Linux users cautiously optimistic about Ubuntu's Head-Up Display desktop

Most users seem willing to give Ubuntu Linux's Head-Up Display interface the benefit of the doubt.
Written by Steven Vaughan-Nichols, Senior Contributing Editor

Users are willing to give Ubuntus new Head-Up Display desktop a chance.

Users are willing to give Ubuntu's new Head-Up Display desktop a chance.

When Ubuntu announced that it was going to switch to Unity for its primary Linux desktop, some users were outraged by Ubuntu's shift to a new interface. Many turned to Linux Mint in place of Ubuntu. So, when Ubuntu founder Mark Shuttleworth announced that Ubuntu would be moving from Unity to Head-Up Display (HUD), I expected Linux users to be even more annoyed. I was wrong. Instead, they are taking a wait-and-see attitude to HUD.

Welcome to Ubuntu 11.10's Unity (Photo Gallery)

HUD, in case you haven't heard about it yet, seeks to say good-bye to the "menu" in the Windows, Icons, Menus, Pointer (WIMP) interface, which has defined desktops for the last thirty years. HUD replaces this with a search style interface. HUD uses use a vocabulary UI (VUI). In it you'll start to type or say a command and, starting in Ubuntu 12.04 LTS, the HUD starts a smart look-ahead search through the app and system (indicator) menus. This uses fuzzy matching, combined with a learning function so HUD will prioritize the actions you use do.

While HUD is still alpha software, Jono Bacon, the community manager for Canonical, Ubuntu's parent company, assures me that HUD's code is well along its way. Casual users will get their first taste of it in Ubuntu 12.04 on April 26th. More adventurous users can try it now in Ubuntu 12.04's daily builds. If that's you, you're also invited to help test HUD out with Ubuntu.

A first look at Ubuntu Linux's Head-Up Display (Gallery)

The Linux users I've asked, many of them via my Google+ account, tell me that they're cautiously optimistic about HUD. True, some, like Drazenko Djuricic, a Linux user since 1996, "Hate it already." He asks, what are "they smoking. Gnome 3? Unity? Mac OS X-style menus on the top of the screen??? YUCK. I use "Lubuntu (http://lubuntu.net/)" now. It has a clean traditional desktop ... In other words: I can get work done. All this fancy stuff is all nice and OK and should have been added as optional extras (e.g. Compiz Settings?). But changing the UI paradigm every now and then ... seriously when will they stop this BS already??"

A programmer who goes by the non de plume, "Mikey G" adds, "Yeah, real original, basically a Siri for menus. Too bad you have to know what you are looking for before you search for it, unlike the traditional WIMP model where you can search through menu items to find things you didn't even know existed. GIMP comes to mind. Does not sound very useful for touch screen interfaces either, seeing how you will have to pull up an on-screen keyboard and type in save' just to save."

Tony Sandoval, a long-time Linux user, comments, "I think that some people just keep trying to fix something that isn't broken. Voice recognition software has improved a lot but it is not quite ready for the level of use that things like this want to do."

Another writer points out though that "Apple's Siri shows that voice-recognition software is up to the job. Shuttleworth is just taking it to the next logical step."

Charlie Kravetz, a retired IT guy who now volunteers with Linux projects, thinks "the time is now for this type of system. What an idea! To have the ability to find apps without menus, to be able to use voice to get to apps, screen-reader reads to you already. This could be something really fantastic for all of us."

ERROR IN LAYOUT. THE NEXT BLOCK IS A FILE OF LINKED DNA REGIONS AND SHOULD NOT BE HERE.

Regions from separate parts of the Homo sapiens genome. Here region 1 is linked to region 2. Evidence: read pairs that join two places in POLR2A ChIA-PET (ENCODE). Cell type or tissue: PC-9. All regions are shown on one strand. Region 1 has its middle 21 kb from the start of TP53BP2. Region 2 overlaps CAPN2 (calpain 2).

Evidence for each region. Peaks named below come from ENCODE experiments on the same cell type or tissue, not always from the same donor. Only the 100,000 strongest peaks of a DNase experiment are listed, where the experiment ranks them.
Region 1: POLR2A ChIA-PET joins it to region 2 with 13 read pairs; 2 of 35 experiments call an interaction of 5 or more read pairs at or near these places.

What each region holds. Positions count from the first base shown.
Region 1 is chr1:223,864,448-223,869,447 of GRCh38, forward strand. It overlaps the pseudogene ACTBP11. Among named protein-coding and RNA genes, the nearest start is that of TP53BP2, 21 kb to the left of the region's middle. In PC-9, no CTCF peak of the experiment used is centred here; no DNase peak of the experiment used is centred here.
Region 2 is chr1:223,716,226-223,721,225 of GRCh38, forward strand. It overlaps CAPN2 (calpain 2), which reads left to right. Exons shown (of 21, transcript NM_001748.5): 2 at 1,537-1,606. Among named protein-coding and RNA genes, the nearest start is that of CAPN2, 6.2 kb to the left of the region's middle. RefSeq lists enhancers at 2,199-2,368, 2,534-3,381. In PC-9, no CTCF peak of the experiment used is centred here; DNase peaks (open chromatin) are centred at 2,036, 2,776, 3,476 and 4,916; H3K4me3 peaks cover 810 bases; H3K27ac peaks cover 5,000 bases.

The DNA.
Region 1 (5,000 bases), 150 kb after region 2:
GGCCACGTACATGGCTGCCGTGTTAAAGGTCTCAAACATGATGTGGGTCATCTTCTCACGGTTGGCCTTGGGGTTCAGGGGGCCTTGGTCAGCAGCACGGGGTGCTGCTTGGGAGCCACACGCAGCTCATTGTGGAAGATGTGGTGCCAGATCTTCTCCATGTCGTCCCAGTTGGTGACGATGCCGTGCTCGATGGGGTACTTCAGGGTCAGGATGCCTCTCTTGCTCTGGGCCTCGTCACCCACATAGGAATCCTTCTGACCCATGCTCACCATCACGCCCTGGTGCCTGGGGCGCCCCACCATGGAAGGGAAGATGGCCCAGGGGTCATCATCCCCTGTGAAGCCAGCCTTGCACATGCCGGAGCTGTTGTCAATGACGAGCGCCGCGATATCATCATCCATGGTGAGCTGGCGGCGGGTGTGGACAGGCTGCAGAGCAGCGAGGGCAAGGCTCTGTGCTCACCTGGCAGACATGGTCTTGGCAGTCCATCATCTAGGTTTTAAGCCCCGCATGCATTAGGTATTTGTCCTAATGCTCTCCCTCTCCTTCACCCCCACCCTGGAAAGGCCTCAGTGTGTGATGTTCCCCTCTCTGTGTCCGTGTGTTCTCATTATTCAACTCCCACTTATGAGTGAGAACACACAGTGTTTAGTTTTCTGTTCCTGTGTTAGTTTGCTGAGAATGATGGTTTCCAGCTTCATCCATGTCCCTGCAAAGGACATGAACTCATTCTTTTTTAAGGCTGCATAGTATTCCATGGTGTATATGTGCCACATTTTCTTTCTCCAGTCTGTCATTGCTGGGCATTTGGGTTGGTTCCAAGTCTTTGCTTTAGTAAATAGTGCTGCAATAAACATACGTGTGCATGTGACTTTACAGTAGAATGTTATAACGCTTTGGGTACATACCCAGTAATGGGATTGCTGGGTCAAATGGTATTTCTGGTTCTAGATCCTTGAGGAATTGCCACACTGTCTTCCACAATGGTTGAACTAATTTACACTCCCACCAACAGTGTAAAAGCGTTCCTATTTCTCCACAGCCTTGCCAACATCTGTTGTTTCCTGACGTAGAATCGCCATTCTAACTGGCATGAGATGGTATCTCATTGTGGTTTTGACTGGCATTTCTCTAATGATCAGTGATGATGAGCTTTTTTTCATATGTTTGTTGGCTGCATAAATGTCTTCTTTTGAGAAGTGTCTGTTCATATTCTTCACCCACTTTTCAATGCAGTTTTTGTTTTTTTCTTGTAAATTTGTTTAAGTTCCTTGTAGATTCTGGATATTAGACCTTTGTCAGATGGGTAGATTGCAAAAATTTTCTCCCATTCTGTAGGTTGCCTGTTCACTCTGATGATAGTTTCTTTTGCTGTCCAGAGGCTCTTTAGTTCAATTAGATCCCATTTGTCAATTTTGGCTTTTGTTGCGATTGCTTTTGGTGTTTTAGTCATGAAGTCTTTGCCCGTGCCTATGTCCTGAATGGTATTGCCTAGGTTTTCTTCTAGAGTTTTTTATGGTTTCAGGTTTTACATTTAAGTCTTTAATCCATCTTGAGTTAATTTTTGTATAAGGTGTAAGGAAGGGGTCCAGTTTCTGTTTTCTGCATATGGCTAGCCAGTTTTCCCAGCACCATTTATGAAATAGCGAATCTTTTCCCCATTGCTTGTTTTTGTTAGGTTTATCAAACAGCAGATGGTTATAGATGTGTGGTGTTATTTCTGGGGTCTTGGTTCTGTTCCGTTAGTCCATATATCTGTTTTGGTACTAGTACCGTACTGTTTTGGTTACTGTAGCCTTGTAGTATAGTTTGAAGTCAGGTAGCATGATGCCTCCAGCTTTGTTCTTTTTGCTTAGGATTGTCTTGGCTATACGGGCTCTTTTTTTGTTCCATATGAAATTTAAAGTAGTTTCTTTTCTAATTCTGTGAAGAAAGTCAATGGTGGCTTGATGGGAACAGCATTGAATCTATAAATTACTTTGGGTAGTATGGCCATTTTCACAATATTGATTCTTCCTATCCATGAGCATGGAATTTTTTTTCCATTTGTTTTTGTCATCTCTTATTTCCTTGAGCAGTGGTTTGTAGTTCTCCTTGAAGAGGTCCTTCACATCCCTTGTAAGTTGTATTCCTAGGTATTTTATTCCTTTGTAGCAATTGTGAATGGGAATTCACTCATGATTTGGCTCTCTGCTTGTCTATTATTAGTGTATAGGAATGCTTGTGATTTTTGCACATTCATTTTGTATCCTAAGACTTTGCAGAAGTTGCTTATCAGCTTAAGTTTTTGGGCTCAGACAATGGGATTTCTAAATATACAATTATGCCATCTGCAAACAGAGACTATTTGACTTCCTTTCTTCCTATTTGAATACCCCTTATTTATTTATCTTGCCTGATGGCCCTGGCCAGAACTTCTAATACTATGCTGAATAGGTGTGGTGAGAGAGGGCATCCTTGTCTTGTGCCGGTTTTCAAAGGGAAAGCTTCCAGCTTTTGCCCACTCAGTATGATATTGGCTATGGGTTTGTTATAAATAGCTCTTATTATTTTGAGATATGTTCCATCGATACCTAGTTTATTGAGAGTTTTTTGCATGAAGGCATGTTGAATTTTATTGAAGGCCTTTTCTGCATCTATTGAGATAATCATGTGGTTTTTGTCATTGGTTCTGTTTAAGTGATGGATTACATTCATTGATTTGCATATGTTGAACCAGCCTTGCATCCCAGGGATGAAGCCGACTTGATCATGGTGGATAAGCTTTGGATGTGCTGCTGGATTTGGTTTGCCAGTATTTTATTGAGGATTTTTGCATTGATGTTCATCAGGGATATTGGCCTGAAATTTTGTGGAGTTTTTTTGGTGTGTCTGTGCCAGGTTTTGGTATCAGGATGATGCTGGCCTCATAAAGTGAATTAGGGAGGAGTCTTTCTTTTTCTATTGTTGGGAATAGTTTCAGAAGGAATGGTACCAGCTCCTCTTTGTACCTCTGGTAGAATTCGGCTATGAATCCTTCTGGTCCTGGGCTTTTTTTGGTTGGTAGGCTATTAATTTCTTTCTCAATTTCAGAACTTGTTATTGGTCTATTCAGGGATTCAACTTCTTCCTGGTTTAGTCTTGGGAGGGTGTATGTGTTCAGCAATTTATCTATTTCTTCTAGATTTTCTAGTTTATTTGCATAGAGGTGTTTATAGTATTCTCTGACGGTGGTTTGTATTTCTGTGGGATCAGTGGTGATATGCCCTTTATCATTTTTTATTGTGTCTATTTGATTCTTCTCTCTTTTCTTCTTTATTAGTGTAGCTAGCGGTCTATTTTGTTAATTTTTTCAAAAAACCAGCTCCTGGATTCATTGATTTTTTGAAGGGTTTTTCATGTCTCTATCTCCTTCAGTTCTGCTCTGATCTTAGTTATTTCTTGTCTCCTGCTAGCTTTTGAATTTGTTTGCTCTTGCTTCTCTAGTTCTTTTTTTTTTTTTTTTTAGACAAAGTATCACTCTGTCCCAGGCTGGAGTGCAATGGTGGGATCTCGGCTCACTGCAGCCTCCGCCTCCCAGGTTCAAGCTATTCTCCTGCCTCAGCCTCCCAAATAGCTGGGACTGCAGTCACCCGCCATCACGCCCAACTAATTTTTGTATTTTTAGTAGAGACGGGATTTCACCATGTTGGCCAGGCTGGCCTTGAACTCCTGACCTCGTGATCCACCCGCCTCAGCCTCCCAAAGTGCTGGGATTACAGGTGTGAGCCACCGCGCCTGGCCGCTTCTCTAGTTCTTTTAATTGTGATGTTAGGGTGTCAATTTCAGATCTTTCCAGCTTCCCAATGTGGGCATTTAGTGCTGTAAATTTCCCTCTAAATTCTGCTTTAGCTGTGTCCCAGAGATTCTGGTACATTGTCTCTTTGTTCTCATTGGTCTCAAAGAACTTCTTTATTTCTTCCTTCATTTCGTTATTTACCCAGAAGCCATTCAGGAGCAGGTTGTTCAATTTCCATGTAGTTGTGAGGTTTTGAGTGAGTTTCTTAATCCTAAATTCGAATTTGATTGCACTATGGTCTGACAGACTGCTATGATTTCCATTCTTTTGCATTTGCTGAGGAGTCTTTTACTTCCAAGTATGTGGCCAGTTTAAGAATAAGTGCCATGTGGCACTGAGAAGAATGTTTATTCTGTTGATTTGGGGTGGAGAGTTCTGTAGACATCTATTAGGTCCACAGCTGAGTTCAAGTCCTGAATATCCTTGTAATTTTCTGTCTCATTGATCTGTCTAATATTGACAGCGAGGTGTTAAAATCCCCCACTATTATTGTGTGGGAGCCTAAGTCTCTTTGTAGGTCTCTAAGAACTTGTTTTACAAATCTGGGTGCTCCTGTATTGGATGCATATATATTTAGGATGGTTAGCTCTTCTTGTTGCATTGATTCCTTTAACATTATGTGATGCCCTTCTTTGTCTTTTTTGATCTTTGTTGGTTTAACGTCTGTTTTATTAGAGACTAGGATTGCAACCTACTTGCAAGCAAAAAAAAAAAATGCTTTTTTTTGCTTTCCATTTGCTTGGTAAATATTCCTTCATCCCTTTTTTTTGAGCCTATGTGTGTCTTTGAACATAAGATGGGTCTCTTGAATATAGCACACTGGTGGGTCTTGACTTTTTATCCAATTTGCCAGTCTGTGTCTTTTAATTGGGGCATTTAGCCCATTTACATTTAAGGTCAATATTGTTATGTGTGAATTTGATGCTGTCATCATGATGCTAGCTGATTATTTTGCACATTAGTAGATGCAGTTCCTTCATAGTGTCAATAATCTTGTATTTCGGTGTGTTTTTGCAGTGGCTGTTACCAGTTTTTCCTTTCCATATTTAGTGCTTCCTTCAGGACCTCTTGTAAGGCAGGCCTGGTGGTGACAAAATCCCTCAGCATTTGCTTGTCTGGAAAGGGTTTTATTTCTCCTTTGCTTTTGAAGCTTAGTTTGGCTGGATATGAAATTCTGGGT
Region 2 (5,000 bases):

Kravetz went on, "I also think the idea that you can tell the computer what you want to do, and have it give the application is great! Who ever would think GIMP when the desired outcome is ''blur a photo?' On the other hand, when I say BLUR and it tells me use GIMP that is great! Think of the ease of use."

Herman Aro agrees, "I think it will be a great switchable supplement and/or replacement to regular menus. This way you ease newbies and detractors into a more efficient interface. I think it will be HOT!"

You might think that William Shotts, creator of LinuxCommand.org and author of The Linux Command Line, wouldn't care for an interface so far away from the old-school Linux shell, you'd be wrong though. Shotts says, "I disliked it at first glance, but after reading Mark Shuttleworth's post fully, I'll give it the benefit of the doubt. He seems to suggest that the interface is there to relieve some of the frustration that 'power' users feel about Unity, a frustration that I feel as well. The interface is being tested by developers and other advanced users to see if it can make the UI keyboard centric, which is a worthwhile goal."

Peter H. Salus, technology historian and author of The Daemon, the Gnu & the Penguin, a history of free and open-source software, can see Shotts' point: "I'd rather throw away the mouse and stick to the keyboard." Or, if Ubuntu is successful with HUD, eventually the microphone.

In short, Christopher Baluyut, a long time Linux user, seems to sum up most users' viewpoint when he says, "I'll give my full judgment when I get to use it."

But, if you really, really don't like what you're hearing about HUD or Unity makes you break into hives and want your Ubuntu Linux desktop the way it used to be, then check out Linux Mint's new Cinnamon, a GNOME 2.x, desktop. It looks to me as if Cinnamon is going to be as close asusers are going to get to the old Ubuntu look and feel.

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